Sep 2018/ Mar 2019



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Acute Food Insecurity Classification

In the analysis period of January 2020, 5.29 million people (45.2% of the population) are estimated to have faced Crisis (IPC Phase 3) or worse acute food insecurity, of which 1.11 million people faced Emergency (IPC Phase 4) acute food insecurity. About 40,000 people were classified in Catastrophe (IPC Phase 5) in the counties of Akobo , Duk  and Ayod  in Jonglei State. Compared with the same time last year, the January 2020 levels of food insecurity reflect a 9% reduction  in the proportion of population facing Crisis (IPC Phase 3) or worse acute food insecurity. In the projection period of February to April 2020, 6.01 million people (51.4% of the population) will likely face Crisis (IPC Phase 3) or worse acute food insecurity, with 20,000 people in the counties of Akobo and Duk esti[...]

Jan 2020/ Jul 2020

Acute Food Insecurity Classification

How Severe, How Many and When – In August 2019, an estimated 6.35 million people (54% of the population) are classified in Crisis (IPC Phase 3) or worse acute food insecurity, among whom an estimated 1.7 million people are facing Emergency (IPC Phase 4) acute food insecurity and 10,000 people are in Catastrophe (IPC phase 5). Compared to the same period in 2018, there is a slight reduction in the proportion of people facing Crisis (IPC Phase 3) or worse acute food insecurity by an estimated 5%. However, high levels of acute food insecurity still persist in the country. In both periods, these estimates are in the presence of humanitarian food assistance. In the projection period of September to December 2019, the food security situation is expected to improve as seasonal harvests become a[...]

Aug 2019/ Apr 2020

Acute Food Insecurity Classification

How Severe, How Many and When – In May-July 2019, an estimated 6.96 million people  (61% of the population) are likely to face Crisis (IPC Phase 3) acute food insecurity or worse, out of which an estimated 1.82 million people will face Emergency (IPC Phase 4) acute food insecurity and 21,000 will likely be in Catastrophe (IPC phase 5). This is historically the highest number of people in South Sudan ever to face Crisis (IPC Phase 3) acute food insecurity or worse. Compared to the January 2019 projection analysis of the May-July 2019 period,  an additional  81,000 people are likely to slip into Crisis (IPC Phase 3) acute food insecurity or worse. This deterioration is largely associated with the delayed rainfall that is expected to affect the improvement in the availability of wild foo[...]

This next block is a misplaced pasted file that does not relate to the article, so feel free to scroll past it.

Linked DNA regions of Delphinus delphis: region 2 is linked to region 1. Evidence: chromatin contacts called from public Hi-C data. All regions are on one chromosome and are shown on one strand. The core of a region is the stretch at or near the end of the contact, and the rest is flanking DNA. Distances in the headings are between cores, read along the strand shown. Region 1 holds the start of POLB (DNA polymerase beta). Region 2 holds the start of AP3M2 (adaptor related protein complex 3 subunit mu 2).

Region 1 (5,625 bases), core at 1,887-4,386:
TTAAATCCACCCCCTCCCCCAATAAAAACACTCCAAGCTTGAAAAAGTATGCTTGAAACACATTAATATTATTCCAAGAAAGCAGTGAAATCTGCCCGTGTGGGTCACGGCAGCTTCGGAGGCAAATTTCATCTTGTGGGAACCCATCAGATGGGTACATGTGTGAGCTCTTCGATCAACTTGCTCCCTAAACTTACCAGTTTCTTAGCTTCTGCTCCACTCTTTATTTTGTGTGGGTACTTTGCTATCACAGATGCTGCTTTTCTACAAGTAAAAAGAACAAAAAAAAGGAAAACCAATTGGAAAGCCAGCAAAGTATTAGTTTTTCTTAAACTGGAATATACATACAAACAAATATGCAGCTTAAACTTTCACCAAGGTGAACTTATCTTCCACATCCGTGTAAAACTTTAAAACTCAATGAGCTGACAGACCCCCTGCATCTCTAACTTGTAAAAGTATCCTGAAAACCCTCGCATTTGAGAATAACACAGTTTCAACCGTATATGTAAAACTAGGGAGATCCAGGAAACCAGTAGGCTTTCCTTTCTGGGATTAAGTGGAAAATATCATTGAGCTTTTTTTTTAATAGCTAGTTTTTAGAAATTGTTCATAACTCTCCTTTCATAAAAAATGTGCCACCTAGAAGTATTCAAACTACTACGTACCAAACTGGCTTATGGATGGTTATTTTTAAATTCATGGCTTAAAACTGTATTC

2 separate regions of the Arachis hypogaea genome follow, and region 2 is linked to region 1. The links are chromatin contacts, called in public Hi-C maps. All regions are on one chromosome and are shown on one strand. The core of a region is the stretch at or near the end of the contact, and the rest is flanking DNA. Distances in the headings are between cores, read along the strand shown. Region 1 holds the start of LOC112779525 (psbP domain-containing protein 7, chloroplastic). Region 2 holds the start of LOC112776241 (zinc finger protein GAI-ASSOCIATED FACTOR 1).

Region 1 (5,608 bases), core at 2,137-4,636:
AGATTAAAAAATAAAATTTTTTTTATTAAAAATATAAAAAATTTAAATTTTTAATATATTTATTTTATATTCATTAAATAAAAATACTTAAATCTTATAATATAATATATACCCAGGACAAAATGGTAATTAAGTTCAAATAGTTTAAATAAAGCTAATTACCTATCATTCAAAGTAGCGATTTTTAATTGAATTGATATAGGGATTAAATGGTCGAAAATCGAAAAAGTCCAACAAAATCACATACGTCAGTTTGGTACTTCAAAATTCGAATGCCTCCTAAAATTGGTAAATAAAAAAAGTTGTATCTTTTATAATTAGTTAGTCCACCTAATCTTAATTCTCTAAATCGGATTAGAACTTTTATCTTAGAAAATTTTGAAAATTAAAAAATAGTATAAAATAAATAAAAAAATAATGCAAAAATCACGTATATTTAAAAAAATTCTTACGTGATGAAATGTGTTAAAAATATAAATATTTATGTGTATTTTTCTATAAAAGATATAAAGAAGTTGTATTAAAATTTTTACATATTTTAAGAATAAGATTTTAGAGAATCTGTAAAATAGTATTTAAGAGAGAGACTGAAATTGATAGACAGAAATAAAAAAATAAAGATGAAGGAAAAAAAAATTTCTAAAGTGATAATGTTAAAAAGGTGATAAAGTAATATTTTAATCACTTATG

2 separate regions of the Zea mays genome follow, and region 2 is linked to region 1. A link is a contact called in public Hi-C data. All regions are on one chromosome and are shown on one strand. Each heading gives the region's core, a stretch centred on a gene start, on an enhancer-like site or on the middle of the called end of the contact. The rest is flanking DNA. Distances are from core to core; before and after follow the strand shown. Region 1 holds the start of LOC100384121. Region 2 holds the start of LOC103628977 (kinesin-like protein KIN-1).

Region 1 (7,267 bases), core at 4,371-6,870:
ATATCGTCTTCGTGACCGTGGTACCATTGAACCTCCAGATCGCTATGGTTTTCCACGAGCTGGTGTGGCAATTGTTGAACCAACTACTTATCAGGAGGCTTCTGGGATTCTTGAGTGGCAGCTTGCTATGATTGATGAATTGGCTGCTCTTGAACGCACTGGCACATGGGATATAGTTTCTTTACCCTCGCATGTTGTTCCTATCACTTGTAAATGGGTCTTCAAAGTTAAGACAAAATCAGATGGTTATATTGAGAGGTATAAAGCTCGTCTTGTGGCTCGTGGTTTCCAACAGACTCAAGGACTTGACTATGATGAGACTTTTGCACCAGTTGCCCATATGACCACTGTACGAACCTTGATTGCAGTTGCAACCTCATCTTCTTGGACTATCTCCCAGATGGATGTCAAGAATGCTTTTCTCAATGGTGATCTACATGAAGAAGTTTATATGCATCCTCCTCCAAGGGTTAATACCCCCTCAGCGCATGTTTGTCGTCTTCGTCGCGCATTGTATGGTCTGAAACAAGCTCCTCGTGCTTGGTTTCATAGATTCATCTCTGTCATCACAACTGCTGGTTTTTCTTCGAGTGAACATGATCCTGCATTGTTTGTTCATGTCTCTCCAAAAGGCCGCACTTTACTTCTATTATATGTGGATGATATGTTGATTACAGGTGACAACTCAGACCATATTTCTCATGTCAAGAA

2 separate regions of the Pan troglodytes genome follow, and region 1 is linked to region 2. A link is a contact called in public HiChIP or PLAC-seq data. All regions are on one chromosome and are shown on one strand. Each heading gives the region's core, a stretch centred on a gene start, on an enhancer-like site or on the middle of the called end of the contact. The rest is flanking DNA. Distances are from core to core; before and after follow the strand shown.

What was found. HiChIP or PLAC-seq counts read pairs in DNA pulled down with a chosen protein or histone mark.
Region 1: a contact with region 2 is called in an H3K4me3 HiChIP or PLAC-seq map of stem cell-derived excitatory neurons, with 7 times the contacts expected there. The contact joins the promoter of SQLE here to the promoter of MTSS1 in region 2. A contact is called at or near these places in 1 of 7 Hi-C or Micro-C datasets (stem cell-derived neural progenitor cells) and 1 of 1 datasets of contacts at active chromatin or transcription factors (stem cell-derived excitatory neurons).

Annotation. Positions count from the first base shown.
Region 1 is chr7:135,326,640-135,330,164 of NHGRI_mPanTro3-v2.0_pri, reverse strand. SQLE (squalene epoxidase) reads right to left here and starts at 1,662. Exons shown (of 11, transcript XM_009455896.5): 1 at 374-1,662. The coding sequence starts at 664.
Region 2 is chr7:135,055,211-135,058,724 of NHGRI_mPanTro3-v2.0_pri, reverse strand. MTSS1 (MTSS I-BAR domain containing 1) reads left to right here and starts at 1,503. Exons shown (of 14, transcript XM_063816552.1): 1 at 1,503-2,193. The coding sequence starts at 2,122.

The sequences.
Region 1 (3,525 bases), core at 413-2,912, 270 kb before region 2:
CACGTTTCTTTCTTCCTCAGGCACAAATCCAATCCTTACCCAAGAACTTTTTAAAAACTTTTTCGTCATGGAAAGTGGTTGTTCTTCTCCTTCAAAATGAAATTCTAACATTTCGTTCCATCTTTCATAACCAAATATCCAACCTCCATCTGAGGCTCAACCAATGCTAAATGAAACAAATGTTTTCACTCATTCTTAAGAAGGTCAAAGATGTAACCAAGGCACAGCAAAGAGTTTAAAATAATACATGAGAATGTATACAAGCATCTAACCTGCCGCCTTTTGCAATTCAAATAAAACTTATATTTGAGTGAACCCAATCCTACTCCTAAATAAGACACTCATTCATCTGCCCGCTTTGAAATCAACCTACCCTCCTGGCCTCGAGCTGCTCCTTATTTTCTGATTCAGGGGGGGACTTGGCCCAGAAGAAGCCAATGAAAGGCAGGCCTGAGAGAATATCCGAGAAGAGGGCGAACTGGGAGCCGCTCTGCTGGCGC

May 2019/ Jul 2019

Acute Food Insecurity Classification

In the current analysis period of January 2019, 6.17 million people (54% of the population) are estimated to have faced Crisis (IPC Phase 3) acute food insecurity or worse, out of which 1.36 million people faced Emergency (IPC Phase 4) acute food insecurity and 30,000 faced Catastrophe (IPC Phase 5) . The people in Catastrophe (IPC Phase 5) in January 2019 are found in four counties, namely: Canal/Pigi and Pibor (former Jonglei); Panyikang (former Upper Nile); and Cueibet (former Lakes). Large-scale humanitarian assistance is urgently needed to save lives and protect livelihoods in these counties. Compared with the same time last year, the January 2019 levels of food insecurity reflect a 13% increase in the population facing Crisis (IPC Phase 3) acute food insecurity or worse in the post-h[...]

Jan 2019/ Jul 2019

Acute Food Insecurity Classification

Based on the September IPC analysis, it is expected that 6.1 million people (59% of the total population) faced Crisis (IPC Phase 3) or worse acute food insecurity at the peak of the lean season (July – August), of whom 47,000 were in Catastrophe (IPC phase 5) and 1.7 million were in Emergency (IPC Phase 4). Food security has improved slightly with the green harvest in September relative to July and August, and further improvements are expected in the post-harvest period between October and December 2018 when the number of people in Crisis (IPC Phase 3) or worse is most likely to reduce to 4.4 million (43% of the total population), with 26,000 in Catastrophe (IPC Phase 5). However, an anticipated earlier than normal start of the lean season will result in an estimated 5.2 million (49[...]